Inflation In Japan Breaks The Record Of 41 Years, Reaches 4% In December
Japan‘s core consumer prices rose 4.0% from a year earlier in December, doubling the central bank’s 2% target and hitting the record of 41 years. Year-on-year growth of the core CPI thus exceeded the BOJ‘s 2% target for the ninth month in a row. Kuroda argued that global commodity costs account for half the extent of price increases in Japan.
October data showed a rise in raw material prices and a weaker yen caused a 15.2% rise in energy costs, while non-perishable food rose 5.9%, the fastest growth since March 1981. Among food, 88% were more expensive than a year ago, led by alcoholic beverages such as beer and sake. Prices of durable household goods rose 11.8%, their biggest increase since March 1975, driven by transportation, raw material, and energy costs and a weak currency.
The data suggest that Japanese firms may be shaking off their deflationary mindset as they apply price increases to a widening range of products. Of the 522 items that make up the core consumer price index, 406 were more expensive in October than a year earlier. In September, there were 385 of them. The BOJ forecast that average prices for the fiscal year to March 2023 would be 3% higher than in 2021-22, but that growth for 2023-24 would be only half that as a commodity and other cost factors fade.
In a sign that subcontractors are struggling with pressures on wholesale prices, the business price index for goods jumped 9.1% in the year to October.
Crisis In Japan
There are also economic depressions, which are prolonged periods of economic declines, such as the Great Depression of the 1930s. While Japan’s economy grew over this period, it did so much more slowly than other industrialized countries. Japan’s stock and real estate bubbles burst to start in the fall of 1989. Stocks fell 60% from late 1989 to August 1992, while land values fell throughout the 1990s, falling a whopping 70% by 2001. As a result, from 1991 to 2003, Japan’s economy, as measured by GDP, grew by only 1.14% per year, well below that of other industrialized countries.
Errors in Bank of Japan Interest Rates
Monetary policy was stop-and-go; concerns about rising prices called inflation and skyrocketing asset prices. As share values fell, the BoJ continued to raise interest rates as it continued to deal with ever-appreciating property values.
Higher interest rates helped end rising land prices, but also sent the overall economy into a downward spiral. It was too late, the liquidity trap had already been set and the credit crunch was coming.
A liquidity trap
In this, the investors and others are sitting on cash. They may do this for several reasons: they don’t believe they can get a higher return from investing, or they believe deflation—or falling prices—is on the horizon. Under such conditions the beliefs of households and investors become reality. In a liquidity trap, low-interest rates within monetary policy become ineffective. People and investors do not spend or invest.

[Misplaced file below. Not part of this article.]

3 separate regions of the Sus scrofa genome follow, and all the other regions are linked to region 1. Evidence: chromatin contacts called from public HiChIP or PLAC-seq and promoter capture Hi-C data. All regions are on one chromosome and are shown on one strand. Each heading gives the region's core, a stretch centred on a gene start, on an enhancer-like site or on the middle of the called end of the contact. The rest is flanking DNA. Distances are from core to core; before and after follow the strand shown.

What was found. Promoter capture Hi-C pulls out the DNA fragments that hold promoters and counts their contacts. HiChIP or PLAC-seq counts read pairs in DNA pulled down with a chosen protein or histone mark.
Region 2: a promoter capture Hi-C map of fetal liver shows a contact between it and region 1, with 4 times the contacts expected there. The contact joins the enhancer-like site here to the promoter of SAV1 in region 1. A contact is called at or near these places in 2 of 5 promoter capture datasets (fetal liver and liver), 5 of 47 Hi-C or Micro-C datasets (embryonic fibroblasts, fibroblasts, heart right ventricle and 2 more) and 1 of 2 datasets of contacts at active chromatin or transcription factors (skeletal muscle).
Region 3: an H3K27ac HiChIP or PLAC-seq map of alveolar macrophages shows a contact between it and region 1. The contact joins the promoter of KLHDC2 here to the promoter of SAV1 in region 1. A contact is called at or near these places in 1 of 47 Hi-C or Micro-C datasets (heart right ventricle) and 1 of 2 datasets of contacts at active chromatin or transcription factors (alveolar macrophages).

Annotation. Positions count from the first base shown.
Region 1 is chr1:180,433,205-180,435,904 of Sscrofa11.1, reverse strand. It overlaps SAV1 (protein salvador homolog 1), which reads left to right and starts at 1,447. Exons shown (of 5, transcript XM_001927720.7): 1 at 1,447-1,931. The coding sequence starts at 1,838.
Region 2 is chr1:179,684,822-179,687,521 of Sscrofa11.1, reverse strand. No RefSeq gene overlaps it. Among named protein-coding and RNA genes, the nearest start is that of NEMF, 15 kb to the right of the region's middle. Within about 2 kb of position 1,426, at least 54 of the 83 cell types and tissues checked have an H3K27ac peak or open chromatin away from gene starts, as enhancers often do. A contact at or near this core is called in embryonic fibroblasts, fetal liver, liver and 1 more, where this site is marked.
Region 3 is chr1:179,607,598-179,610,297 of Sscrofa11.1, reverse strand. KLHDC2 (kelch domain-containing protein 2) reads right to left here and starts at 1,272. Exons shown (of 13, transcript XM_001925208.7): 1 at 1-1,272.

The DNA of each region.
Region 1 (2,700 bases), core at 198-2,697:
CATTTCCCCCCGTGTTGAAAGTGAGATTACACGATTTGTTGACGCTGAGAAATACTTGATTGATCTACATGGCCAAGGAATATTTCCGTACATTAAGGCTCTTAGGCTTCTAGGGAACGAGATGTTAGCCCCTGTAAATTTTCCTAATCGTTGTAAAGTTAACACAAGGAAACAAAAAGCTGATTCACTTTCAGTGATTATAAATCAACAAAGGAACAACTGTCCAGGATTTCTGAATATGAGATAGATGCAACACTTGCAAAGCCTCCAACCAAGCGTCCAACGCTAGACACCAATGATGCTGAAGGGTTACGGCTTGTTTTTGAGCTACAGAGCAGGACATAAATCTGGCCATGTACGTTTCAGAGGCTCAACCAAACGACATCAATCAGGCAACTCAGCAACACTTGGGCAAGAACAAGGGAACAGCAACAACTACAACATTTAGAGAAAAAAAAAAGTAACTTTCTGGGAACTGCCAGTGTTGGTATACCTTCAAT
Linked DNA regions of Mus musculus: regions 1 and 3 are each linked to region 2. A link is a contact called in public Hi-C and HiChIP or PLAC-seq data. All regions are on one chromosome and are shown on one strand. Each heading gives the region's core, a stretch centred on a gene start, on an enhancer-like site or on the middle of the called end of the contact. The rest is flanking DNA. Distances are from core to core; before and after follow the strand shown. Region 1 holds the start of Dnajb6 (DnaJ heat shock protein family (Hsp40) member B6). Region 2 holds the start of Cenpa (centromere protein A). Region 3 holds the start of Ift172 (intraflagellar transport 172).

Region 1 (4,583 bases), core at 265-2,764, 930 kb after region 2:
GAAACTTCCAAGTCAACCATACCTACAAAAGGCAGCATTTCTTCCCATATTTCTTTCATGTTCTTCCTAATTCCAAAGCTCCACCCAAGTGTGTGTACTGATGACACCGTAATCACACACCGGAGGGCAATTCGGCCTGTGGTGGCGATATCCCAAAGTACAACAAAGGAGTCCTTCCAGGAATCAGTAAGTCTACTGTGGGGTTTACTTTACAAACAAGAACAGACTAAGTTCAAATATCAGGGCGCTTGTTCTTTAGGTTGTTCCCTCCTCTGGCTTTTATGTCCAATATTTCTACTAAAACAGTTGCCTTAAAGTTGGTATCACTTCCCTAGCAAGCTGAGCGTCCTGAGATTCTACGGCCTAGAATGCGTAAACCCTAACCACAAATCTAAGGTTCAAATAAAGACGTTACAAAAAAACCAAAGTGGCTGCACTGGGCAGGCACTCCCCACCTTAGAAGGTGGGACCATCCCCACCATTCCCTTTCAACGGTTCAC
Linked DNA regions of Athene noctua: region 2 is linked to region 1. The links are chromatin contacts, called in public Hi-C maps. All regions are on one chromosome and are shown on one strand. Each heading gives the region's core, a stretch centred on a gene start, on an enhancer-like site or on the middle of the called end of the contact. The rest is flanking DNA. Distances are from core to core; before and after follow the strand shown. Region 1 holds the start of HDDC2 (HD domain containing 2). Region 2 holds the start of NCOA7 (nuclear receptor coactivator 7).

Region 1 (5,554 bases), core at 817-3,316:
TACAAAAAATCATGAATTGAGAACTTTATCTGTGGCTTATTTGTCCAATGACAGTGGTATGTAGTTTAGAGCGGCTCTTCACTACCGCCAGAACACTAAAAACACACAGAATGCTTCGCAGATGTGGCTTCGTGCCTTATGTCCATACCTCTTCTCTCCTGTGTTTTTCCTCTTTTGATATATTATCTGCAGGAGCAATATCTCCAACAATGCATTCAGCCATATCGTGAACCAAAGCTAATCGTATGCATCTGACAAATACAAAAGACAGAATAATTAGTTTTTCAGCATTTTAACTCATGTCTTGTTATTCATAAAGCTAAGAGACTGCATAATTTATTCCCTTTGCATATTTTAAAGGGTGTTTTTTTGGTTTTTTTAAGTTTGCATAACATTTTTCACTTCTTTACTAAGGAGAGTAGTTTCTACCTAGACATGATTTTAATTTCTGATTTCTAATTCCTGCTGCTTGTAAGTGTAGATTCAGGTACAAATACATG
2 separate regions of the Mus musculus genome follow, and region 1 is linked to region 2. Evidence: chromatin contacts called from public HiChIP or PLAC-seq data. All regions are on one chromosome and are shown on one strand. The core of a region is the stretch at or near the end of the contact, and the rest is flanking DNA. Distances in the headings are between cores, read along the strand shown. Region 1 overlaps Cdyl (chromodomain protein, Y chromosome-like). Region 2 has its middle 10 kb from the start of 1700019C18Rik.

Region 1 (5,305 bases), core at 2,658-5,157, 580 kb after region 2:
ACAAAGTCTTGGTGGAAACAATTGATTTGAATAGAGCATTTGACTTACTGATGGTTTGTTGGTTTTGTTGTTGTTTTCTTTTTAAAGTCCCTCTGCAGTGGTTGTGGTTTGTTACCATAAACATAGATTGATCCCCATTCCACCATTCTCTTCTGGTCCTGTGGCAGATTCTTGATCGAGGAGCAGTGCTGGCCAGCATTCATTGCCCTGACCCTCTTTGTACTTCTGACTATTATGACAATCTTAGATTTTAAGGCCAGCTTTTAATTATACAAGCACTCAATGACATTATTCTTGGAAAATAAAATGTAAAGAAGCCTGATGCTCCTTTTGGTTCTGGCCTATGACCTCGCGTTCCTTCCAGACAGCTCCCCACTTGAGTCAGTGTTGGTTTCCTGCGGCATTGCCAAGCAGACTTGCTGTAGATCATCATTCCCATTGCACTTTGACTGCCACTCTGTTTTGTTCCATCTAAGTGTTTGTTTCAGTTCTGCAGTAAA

One way to get them to do this is through fiscal policy. Governments can give money directly to consumers by reducing tax rates, issuing tax credits, and public spending. Japan has tried several fiscal policy measures to get out of the liquidity trap.
An increase in the money supply
One can increase the real money supply instead of targeting nominal interest rates. A central bank can help the economy regardless of a set target interest rate (such as the US central funds rate) through the purchase of government bonds in open market operations.
This is when a central bank buys a bond. This is known as debt monetization. (It should be noted that open market operations are also used to achieve and maintain target interest rates, but when the central bank monetizes debt, it does so regardless of the target interest rate.)
In 2001, the Bank of Japan began focusing on the money supply instead of interest rates, which helped ease deflation and stimulate economic growth. However, when the central bank injects money into the financial system, banks have more money on hand, but they also have to be willing to lend that money.
Financial institutions may not lend for several reasons, including The need to hold reserves to repair bank balance sheets after they suffered losses. Calculated risk-taking and lending are the lifeblood of a free market budget and economy. In the same way that a liquidity trap leads to deflation, a credit crunch contributes to deflation because banks are unwilling to lend. Therefore, consumers and businesses cannot spend, causing prices to fall.
Solving the credit crisis
Similar to a liquidity trap that leads to deflation, a credit crunch contributes to deflation because banks are unwilling to lend. Less borrowing means less new money is being injected into the economy. As a result, consumers and businesses cannot borrow and spend despite low-interest rates, causing prices to fall further. Below are some possible solutions to the credit crunch.
Restructuring of banks
Although public funds were made available to banks to restructure their balance sheets, they did not do so due to fear of the stigma associated with revealing long-hidden losses and fear of losing control to foreign investors. Bank losses usually need to be recognized to get out of the credit crunch, while the banking system needs to be transparent.
edited and proofread by nikita sharma